The “presumption of innocence” is a curious turn of phrase. Outside the courtroom, it’s long provided useful fodder for those in favor of bail reform or against civil-asset forfeiture: People are not presumed innocent, the argument goes, if they’re punished before trial. Fair enough.
On the other hand, the presumption hardly dissuades the public from reaching conclusions, often strongly held ones, about the guilt or innocence of defendants in prominent trials. Opinion polls about their guilt or innocence are routine, and have been for more than a quarter century.
So perhaps this is a good moment for a quick primer on why the public’s view of a trial is often quite different from the jury’s perspective.
On the first day of evidence class, I tell my students that until trial begins, nobody knows anything. What I mean by this is that, unlike news reports, a criminal trial is governed by rules of evidence. Details that “everybody knows” might also be details that the jury never hears or is instructed to ignore. The latest juicy leak might be deemed inadmissible.
In the case of Holmes’s trial, for example, it’s all very well for the news media to report that patients are expected testify to having received false assurances about Theranos’s technology, or that Holmes claims to have been psychologically coerced into doing whatever she did. But the outcome of the trial will depend on what unfolds in the courtroom — what precise testimony the judge admits, whether the defendant takes the stand, and so on. And this search for truth is guided by (and confounded by) the presumption of innocence.
The proposition that the defendant is presumed innocent until proven guilty is usually attributed to Sir William Garrow, arguing at the Old Bailey in London in 1791, although versions of the phrase appear earlier. And the general concept that it is the accuser, not the defendant, who must prove the case has roots not only in Roman law but also in the great Western religions.
What does the presumption mean in practice? In Scott Turow’s 1987 novel “Presumed Innocent,” the presiding judge in a murder trial asks a prospective juror whether or not the defendant committed “the crime that he is charged with.” The man shrugs and replies — as I suspect most of us would — “I wouldn’t know.” The judge excludes him from the jury, then turns to the remaining potential jurors and explains: “Ladies and gentlemen, let me tell you again what you are to presume. ... Presume he is innocent. I want you to look over and say to yourself, ‘There sits an innocent man.’”
Not every judge would state the matter quite so baldly, but the scene makes the point. When a criminal case becomes notorious, most people form opinions on the guilt of innocence of the accused. Often these opinions are strongly held, even well-reasoned. But as one legal scholar has put it: “What is rational for a casual observer is not permissible for a juror.”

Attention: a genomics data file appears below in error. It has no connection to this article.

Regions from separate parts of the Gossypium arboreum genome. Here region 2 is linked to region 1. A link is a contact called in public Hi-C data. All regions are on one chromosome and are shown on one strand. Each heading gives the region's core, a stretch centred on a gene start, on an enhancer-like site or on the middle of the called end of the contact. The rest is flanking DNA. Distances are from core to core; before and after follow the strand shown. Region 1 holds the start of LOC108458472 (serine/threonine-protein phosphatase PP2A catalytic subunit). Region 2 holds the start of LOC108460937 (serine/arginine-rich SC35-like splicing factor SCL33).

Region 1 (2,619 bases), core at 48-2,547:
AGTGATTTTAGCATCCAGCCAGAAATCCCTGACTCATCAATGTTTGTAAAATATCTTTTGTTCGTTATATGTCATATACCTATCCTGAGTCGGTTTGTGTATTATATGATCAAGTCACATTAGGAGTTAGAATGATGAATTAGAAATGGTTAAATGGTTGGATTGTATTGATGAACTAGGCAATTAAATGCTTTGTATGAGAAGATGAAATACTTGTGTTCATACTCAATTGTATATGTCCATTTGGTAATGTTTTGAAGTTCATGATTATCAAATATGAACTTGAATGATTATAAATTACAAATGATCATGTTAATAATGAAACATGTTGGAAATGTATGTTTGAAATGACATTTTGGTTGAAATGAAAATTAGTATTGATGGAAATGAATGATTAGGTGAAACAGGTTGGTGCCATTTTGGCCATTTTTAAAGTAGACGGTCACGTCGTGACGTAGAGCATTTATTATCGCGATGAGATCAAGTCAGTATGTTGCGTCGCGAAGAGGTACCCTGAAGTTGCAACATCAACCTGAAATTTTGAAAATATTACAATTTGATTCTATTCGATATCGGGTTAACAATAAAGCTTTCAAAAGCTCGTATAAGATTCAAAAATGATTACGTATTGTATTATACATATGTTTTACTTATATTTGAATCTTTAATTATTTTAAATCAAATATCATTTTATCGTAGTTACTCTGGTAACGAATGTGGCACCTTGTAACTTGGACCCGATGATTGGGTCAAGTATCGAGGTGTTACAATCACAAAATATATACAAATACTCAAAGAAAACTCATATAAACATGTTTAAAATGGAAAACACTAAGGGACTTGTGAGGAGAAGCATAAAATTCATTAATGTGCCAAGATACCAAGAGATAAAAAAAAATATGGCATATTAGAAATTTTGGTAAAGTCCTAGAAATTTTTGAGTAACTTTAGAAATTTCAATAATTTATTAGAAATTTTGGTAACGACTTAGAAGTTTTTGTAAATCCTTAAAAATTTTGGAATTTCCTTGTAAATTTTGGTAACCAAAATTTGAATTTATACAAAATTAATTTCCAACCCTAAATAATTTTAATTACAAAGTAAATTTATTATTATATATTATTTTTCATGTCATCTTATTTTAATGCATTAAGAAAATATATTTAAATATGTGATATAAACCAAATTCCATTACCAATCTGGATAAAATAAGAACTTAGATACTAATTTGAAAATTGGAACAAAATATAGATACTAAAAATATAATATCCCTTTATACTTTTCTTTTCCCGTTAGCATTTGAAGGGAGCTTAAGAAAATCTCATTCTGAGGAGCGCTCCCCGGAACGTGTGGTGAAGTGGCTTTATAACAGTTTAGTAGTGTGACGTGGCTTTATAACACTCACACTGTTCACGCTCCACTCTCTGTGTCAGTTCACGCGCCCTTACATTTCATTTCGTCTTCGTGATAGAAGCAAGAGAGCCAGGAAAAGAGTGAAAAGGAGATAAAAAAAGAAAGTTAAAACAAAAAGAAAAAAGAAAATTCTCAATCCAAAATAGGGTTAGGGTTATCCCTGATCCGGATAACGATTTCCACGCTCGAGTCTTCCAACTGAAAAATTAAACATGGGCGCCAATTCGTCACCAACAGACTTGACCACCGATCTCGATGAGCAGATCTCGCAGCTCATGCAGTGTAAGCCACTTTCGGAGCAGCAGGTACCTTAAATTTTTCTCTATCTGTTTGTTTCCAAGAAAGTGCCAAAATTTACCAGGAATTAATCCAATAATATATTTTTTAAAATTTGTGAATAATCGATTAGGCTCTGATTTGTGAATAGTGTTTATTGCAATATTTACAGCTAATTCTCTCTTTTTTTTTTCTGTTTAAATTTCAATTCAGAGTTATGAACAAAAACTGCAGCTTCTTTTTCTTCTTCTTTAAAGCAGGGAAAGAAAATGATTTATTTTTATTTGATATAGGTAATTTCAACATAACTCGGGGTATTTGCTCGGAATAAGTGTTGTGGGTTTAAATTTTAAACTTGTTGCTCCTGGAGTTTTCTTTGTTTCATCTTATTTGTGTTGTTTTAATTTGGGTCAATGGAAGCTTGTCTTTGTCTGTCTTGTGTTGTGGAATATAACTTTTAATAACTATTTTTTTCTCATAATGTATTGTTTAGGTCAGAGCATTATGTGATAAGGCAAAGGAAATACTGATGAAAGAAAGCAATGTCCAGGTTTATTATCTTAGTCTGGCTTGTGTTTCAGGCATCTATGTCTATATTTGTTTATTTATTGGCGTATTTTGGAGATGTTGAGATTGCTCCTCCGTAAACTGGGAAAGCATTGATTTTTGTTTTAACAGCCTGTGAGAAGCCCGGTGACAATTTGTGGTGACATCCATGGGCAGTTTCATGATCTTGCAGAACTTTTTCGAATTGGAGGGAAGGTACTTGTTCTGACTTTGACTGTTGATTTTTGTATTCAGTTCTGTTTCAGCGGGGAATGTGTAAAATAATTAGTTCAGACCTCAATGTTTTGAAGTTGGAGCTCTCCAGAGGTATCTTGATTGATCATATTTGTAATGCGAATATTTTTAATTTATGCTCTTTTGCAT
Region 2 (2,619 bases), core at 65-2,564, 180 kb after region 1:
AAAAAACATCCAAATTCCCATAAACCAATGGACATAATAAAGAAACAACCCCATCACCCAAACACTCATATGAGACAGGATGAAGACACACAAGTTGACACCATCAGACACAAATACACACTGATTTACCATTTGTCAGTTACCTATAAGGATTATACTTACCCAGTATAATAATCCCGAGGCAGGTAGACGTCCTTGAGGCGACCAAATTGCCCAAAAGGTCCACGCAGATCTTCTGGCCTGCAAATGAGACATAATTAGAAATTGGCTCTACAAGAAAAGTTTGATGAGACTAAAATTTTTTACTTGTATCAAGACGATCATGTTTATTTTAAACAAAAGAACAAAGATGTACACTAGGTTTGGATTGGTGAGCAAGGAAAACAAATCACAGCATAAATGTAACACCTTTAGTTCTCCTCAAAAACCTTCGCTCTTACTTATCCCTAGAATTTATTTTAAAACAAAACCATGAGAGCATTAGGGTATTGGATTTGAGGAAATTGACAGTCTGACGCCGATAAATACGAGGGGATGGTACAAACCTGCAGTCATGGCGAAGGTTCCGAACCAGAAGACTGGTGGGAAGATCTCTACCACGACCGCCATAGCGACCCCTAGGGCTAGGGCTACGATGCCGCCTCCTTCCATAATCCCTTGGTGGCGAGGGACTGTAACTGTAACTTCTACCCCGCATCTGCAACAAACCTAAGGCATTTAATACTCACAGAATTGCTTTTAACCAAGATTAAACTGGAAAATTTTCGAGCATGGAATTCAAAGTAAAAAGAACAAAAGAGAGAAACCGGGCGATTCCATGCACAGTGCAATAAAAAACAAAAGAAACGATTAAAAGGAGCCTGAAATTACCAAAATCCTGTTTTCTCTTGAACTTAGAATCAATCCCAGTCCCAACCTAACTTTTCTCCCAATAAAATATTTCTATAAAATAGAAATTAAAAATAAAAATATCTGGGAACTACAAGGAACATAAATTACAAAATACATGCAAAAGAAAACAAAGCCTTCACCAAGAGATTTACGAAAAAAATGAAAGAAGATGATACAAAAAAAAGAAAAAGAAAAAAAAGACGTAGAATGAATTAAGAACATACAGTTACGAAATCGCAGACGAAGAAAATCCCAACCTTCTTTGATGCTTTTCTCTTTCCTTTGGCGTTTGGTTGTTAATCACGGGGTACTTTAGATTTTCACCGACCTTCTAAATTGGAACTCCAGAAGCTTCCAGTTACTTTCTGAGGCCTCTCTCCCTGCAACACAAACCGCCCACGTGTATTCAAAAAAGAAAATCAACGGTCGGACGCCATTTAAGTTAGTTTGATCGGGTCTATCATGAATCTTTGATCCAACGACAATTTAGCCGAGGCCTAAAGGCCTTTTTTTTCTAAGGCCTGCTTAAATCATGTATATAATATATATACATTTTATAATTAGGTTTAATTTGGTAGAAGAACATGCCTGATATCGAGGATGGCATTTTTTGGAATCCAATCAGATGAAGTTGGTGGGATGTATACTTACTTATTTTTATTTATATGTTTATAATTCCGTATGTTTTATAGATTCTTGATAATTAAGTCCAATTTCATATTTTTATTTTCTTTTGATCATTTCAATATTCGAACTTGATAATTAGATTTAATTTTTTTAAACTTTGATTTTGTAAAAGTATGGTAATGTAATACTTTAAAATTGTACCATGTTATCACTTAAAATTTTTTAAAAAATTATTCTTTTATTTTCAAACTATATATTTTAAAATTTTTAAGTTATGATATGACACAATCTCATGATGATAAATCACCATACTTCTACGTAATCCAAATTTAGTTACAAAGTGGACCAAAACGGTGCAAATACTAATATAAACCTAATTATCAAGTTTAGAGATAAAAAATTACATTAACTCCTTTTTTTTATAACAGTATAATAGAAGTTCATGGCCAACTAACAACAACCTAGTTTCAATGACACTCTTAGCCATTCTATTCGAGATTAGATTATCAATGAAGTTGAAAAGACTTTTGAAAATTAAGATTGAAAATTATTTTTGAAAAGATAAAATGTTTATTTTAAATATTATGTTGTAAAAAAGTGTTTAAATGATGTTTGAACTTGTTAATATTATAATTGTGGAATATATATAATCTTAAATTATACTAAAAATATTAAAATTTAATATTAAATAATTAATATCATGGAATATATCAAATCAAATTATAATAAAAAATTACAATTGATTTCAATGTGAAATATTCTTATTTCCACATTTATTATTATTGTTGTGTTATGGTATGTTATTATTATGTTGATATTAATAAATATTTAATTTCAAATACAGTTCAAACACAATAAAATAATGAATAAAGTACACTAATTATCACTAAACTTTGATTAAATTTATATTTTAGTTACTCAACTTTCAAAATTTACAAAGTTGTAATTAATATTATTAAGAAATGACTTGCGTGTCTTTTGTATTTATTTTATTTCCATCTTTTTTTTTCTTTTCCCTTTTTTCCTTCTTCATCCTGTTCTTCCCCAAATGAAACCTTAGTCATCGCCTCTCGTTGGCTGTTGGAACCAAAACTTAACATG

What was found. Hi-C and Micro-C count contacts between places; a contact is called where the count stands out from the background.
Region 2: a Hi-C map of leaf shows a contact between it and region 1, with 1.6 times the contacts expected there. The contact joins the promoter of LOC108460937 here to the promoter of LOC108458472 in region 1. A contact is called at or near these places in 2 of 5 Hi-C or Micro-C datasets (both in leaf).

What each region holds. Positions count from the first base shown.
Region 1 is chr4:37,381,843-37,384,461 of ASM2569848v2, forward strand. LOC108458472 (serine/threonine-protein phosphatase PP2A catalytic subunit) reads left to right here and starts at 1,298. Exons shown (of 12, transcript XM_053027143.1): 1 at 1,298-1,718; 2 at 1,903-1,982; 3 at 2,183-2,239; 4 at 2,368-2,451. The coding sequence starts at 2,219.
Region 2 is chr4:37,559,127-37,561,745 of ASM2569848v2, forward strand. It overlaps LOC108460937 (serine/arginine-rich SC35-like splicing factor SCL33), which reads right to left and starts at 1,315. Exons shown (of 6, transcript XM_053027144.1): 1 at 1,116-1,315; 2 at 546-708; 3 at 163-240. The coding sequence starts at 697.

In the courtroom, jurors are asked to set their views aside. They begin the trial with the presumption of innocence, which the U.S. Supreme Court described in 1895 as “evidence in favor of the accused.”
This means that from the first day of her trial, before a single witness has been heard, there’s evidence of Holmes’s innocence and none of her guilt. Inside the courtroom, on Day One, the likelihood that she is guilty should be close to zero.
Ideally, as the trial proceeds, the jurors will adjust their estimates. Each piece of evidence should increase or decrease the confidence of the jury in the defendant’s innocence. This process asks a certain cognitive humility. Were we in Eden still, perhaps all of us would behave that way in everyday life; in the world where we actually live, none of us quite do.
But jurors must. In this sense, the perfect trial tests the null hypothesis that there exists no connection between the defendant and the crime. The hypothesis can be falsified only when the prosecution presents sufficient admissible evidence to enable the jury to reject the hypothesis beyond reasonable doubt.
Those of us outside the courtroom need not subscribe to this hypothesis. But the jury has a different task, which explains why trials so often end in ways the public does not expect. In the courtroom, what matters is what the admissible evidence shows. Until the prosecution is forced to make a case, the null hypothesis is true.
Reams of social science cast doubt on whether this ideal is attainable in practice. But if the goal is to avoid punishing the innocent, we should strive to bring it as near to reality as possible. Thus the jurors in Holmes’s trial should begin by looking at the defendant and saying to themselves: “There sits an innocent woman.”
This column does not necessarily reflect the opinion of the editorial board or Bloomberg LP and its owners.
Stephen L. Carter is a Bloomberg Opinion columnist. He is a professor of law at Yale University and was a clerk to U.S. Supreme Court Justice Thurgood Marshall. His novels include “The Emperor of Ocean Park,” and his latest nonfiction book is “Invisible: The Forgotten Story of the Black Woman Lawyer Who Took Down America’s Most Powerful Mobster.”
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